The Use Of Symbolism In The Catcher In The Rye

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The Catcher in the Rye by J.D. Salinger explores the mind of a mentally ill teenager as the audience views the world through his eyes. Salinger’s novel presents a past account of events that lead up to an ending that leaves the readers mystified. Throughout the narrative, the author displays his use of tone and symbolism to hint at the true meaning of his work. First, the book begins with Holden Caulfield, a delusional seventeen-year-old, recalling his thoughts on what had happened after he is expelled from his school. After failing most of his classes, Holden decides to leave his school early before winter break starts; however, he did not tell his parents about his expulsion. Taking a train to Manhattan, Holden makes his way to a hotel where he will be staying until winter break begins. In his hotel, he calls a stripper named Faith Cavendish, hoping to have sex with her. Despite Faith wanting to meet the next day, Holden quickly hangs up the phone, not feeling like waiting. Holden then goes downstairs to the hotel’s nightclub. He flirts with three older women, proclaiming that he is in love with one of them just because she dances well.…show more content…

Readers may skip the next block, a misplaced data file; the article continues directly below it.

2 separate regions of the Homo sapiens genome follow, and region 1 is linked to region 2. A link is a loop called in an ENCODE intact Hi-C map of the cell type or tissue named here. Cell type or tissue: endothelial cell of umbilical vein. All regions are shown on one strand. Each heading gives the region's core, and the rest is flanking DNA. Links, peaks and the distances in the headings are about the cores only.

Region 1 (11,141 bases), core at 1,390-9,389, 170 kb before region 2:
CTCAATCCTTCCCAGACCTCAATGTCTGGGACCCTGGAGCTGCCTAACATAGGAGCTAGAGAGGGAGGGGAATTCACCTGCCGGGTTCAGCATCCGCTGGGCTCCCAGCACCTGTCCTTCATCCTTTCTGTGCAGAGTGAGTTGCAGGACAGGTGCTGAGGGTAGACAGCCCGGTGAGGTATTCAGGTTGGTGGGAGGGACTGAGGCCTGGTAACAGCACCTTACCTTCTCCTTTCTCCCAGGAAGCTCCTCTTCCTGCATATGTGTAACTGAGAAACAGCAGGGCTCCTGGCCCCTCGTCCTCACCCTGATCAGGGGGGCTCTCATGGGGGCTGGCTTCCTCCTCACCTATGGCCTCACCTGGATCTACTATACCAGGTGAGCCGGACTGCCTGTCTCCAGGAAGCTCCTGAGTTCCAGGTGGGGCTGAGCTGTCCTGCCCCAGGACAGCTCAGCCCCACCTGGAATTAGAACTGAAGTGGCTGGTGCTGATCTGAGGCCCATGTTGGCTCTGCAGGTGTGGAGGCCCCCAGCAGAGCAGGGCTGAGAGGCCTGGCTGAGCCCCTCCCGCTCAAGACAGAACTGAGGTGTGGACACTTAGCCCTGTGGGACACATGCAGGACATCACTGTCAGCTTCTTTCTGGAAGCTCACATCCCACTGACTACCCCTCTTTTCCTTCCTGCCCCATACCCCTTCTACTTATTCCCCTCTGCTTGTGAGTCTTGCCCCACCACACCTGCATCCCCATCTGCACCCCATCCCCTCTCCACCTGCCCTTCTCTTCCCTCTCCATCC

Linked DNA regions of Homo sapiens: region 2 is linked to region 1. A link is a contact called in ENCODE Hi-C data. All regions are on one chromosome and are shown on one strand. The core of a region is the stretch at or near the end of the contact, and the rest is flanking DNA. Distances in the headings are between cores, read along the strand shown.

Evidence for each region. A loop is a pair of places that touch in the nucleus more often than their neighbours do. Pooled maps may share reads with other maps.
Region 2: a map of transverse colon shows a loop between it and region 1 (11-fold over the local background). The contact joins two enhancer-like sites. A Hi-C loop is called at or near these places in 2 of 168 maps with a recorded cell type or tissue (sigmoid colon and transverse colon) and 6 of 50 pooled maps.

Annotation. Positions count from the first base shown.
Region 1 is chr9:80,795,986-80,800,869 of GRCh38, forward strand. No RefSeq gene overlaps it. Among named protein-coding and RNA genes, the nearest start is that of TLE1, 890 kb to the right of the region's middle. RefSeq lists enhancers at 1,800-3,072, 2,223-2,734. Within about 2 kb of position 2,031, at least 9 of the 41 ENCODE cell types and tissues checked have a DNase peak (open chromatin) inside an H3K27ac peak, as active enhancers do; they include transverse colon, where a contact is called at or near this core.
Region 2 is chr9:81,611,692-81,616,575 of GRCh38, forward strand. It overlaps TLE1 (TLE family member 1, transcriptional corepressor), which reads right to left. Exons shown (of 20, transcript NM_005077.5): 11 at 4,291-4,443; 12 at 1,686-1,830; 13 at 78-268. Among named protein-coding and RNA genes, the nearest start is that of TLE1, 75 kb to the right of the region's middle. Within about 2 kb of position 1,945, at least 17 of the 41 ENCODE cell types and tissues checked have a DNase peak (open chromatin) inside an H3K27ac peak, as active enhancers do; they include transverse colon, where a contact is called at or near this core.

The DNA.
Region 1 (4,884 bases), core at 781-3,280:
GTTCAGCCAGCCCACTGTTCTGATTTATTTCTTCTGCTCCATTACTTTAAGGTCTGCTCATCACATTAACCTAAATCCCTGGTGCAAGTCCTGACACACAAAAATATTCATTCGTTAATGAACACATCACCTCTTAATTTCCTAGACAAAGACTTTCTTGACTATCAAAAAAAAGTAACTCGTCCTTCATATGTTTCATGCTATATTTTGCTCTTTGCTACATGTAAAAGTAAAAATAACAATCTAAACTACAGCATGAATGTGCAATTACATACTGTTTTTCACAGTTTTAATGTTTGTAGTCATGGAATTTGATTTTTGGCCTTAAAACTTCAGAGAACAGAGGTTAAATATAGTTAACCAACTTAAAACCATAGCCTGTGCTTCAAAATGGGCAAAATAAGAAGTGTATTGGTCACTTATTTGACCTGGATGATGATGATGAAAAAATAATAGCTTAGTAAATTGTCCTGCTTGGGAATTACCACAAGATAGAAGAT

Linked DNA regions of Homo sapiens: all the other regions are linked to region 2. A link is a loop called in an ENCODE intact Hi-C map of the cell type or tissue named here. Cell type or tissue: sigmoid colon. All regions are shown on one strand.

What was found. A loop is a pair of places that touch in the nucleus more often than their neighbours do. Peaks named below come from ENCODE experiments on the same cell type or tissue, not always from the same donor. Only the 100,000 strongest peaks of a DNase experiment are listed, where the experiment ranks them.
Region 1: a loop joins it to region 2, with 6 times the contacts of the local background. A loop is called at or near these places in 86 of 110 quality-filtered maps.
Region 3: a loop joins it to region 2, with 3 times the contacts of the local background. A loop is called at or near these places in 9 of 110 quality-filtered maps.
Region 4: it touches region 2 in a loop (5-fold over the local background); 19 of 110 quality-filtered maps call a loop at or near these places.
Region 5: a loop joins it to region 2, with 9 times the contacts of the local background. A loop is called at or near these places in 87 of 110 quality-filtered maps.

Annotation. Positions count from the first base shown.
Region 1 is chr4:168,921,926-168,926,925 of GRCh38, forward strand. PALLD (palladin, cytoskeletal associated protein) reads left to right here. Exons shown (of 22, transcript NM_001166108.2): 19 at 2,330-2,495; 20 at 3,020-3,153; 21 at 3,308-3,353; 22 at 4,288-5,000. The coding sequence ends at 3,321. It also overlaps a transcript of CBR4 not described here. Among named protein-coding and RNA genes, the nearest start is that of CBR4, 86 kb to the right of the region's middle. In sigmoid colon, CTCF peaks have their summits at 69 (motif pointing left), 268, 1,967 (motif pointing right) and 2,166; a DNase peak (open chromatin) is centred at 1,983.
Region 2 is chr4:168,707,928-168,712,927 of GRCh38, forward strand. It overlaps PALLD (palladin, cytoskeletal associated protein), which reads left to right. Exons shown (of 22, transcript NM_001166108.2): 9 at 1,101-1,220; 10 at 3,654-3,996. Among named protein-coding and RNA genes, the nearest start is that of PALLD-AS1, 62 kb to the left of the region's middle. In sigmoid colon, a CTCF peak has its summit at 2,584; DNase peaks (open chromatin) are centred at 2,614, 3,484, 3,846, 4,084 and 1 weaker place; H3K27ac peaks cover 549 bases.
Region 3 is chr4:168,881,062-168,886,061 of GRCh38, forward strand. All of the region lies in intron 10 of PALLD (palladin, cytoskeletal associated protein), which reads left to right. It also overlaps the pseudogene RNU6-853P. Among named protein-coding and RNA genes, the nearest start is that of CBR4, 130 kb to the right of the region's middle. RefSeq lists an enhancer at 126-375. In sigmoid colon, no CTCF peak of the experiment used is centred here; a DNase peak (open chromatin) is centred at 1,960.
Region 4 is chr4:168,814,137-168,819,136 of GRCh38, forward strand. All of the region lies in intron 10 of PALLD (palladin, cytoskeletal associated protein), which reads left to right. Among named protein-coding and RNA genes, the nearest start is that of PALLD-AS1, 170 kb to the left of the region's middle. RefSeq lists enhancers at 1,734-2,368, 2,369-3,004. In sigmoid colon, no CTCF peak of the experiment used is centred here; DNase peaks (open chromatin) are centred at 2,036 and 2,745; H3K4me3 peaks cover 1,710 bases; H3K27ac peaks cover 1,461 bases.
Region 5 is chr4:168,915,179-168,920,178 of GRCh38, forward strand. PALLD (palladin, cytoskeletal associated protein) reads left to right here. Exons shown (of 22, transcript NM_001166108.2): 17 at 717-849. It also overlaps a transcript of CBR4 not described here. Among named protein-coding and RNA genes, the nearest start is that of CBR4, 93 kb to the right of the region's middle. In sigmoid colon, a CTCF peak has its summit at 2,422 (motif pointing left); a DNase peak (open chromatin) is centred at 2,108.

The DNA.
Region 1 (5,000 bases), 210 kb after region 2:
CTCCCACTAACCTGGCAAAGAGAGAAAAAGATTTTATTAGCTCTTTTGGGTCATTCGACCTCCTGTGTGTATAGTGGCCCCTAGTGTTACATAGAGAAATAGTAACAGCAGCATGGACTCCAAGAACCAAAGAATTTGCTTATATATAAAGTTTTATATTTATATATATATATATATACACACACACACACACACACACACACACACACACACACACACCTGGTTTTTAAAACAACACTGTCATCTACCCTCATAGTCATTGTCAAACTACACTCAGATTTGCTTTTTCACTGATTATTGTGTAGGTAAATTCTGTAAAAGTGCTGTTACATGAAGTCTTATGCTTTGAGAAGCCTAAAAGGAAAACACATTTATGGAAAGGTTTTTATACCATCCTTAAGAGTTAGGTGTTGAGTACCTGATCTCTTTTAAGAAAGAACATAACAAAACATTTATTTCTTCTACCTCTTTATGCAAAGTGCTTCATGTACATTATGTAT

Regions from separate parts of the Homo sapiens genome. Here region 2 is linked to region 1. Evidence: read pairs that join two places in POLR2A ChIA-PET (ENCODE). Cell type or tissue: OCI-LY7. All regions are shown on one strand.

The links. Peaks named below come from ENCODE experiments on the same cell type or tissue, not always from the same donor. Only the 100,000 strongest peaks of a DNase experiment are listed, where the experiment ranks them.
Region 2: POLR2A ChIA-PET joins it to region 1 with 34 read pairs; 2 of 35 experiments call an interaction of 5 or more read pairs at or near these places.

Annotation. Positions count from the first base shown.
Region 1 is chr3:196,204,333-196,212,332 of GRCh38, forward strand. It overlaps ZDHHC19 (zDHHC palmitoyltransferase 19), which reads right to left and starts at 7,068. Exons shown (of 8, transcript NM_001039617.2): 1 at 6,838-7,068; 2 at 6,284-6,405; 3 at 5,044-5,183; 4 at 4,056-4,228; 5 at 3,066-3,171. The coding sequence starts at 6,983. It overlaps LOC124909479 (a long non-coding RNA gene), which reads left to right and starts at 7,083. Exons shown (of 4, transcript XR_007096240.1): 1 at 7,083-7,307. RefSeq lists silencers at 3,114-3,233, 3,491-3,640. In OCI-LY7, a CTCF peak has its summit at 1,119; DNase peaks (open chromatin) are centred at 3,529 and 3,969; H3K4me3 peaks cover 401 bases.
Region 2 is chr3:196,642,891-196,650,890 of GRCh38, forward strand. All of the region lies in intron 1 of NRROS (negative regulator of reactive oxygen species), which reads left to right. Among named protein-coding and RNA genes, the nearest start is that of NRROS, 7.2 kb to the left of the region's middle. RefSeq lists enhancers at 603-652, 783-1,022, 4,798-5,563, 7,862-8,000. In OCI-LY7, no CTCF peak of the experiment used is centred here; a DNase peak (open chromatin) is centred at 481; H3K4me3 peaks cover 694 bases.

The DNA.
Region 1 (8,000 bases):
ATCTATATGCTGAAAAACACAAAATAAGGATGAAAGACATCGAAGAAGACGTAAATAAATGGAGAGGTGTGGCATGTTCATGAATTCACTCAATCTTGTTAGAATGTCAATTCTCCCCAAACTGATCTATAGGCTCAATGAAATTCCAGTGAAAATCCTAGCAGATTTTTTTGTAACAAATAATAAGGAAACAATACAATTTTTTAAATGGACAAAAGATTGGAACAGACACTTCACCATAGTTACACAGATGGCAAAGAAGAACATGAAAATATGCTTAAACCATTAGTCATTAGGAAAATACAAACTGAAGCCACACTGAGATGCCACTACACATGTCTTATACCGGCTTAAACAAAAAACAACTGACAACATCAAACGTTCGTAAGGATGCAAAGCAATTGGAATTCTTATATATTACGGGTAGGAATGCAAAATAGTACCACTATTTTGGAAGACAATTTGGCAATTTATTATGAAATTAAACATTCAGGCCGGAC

He tells the audience about how he knew her, and how one day they were close to “necking.” Holden then exits his hotel to go to a jazz club and leaves as quickly as when he arrived. Going back to hotel room, the elevator boy tells him about a prostitute that can come to his room for five dollars. Holden agrees and waits in his room for a young woman named Sunny. When she arrives, she starts to take off her dress, but Holden did not want to have sex. Instead, he wants to talk to her. Upset, Sunny leaves and brings back the elevator boy, who punches Holden in the stomach while Sunny takes his money. After the ordeal, Holden goes to
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